Viruses and sialic acids
The first critical step during a viral infection is the binding to specific receptors at the surface of target cells. Several viruses use glycans, especially heparan sulfate or sialic acids as receptors or co-receptors. Due to the fact that sialic acids are ubiquitously present, influenza viruses will eventually bind also to sialic acids on cells which are not susceptible for infection. They may also bind to highly glycosylated mucins, which represent an unspecific antimicrobial barrier. To allow release from such “decoy”-receptors, several viruses acquired sialic acid modifying enzymes (neuraminidases or O-acetylesterases). These enzymes are also termed “receptor-destroying enzymes”.
We identified a number of economically important viruses interacting with O-acetylated sialic acids. Several viruses belonging to the families of the Orthomyxoviridae, Coronaviridae and Toroviridae possess acetylesterase activities capable of de-O-acetylating sialic acids. First, the sialate-9-O-acetylesterases of influenza C viruses and bovine coronavirus were identified, which specifically hydrolyze 5-N-acetyl-9-O-acetyl-neuraminic acid (Neu5,9Ac2).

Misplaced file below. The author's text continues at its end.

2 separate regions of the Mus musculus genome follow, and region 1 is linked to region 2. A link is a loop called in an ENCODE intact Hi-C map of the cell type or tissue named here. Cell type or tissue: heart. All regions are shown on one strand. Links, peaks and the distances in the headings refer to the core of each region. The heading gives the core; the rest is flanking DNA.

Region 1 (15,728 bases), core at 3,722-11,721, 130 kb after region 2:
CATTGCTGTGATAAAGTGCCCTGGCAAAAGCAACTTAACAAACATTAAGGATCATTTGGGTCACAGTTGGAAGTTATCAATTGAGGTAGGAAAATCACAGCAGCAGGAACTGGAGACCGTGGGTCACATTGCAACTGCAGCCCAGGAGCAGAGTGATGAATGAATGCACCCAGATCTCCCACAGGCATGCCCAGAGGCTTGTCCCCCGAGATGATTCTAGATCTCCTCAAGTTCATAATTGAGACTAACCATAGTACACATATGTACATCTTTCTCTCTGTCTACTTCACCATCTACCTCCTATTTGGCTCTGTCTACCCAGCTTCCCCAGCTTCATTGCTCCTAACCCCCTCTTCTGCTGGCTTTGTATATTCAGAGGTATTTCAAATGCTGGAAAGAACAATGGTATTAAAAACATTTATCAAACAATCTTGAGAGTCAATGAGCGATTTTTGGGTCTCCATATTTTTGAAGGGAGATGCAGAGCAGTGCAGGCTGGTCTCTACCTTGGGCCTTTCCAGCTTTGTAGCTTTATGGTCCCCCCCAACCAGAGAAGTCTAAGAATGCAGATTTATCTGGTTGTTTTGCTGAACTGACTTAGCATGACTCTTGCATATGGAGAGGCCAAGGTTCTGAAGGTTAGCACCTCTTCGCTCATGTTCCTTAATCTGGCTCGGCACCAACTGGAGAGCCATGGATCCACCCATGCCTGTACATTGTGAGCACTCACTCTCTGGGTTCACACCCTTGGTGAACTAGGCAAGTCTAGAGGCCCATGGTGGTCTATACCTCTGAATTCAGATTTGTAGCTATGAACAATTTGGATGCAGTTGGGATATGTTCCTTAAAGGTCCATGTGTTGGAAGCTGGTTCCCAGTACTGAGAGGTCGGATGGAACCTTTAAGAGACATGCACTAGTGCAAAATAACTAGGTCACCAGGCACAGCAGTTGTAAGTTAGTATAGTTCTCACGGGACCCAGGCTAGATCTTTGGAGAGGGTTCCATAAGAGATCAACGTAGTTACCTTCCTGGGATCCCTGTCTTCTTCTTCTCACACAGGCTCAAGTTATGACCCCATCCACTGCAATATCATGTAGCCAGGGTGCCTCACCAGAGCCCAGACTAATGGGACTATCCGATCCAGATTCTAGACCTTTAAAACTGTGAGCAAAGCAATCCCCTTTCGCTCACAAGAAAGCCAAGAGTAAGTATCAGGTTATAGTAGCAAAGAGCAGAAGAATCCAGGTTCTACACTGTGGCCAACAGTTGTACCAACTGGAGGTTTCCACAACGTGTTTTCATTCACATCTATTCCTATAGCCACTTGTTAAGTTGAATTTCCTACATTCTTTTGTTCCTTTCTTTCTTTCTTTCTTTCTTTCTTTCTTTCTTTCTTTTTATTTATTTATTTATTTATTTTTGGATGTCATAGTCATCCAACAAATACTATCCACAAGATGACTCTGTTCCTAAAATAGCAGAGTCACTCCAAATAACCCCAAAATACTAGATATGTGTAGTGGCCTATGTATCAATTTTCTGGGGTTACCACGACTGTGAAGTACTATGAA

More recently, we detected 4-O-acetylesterases in murine coronaviruses and in infectious salmon anemia virus. While the coronavirus esterases are specific for either Neu5,9Ac2 or Neu4,5Ac2, the esterases of toroviruses preferentially hydrolyze Neu5,9Ac2. Among the toroviral esterases, we detected a novel substrate specificity: Bovine toroviruses preferentially hydrolyze the double-O-acetylated sialic acid Neu5,7,(8),9Ac3.
In order to gain knowledge on the molecular basis of the different substrate specificities, we use different approaches:
- We have developed a reverse genetics system to specifically modify the genes of influenza C viruses. In the future, we want to determine the strucute and function of the viral esterase in more detail.
- We are developing antivirals, especially for human-pathogenic coronaviruses.
- Expression of recombinant viral esterases to determine the distribution and functions of O-acetylated sialic acids in normal and cancer tissues.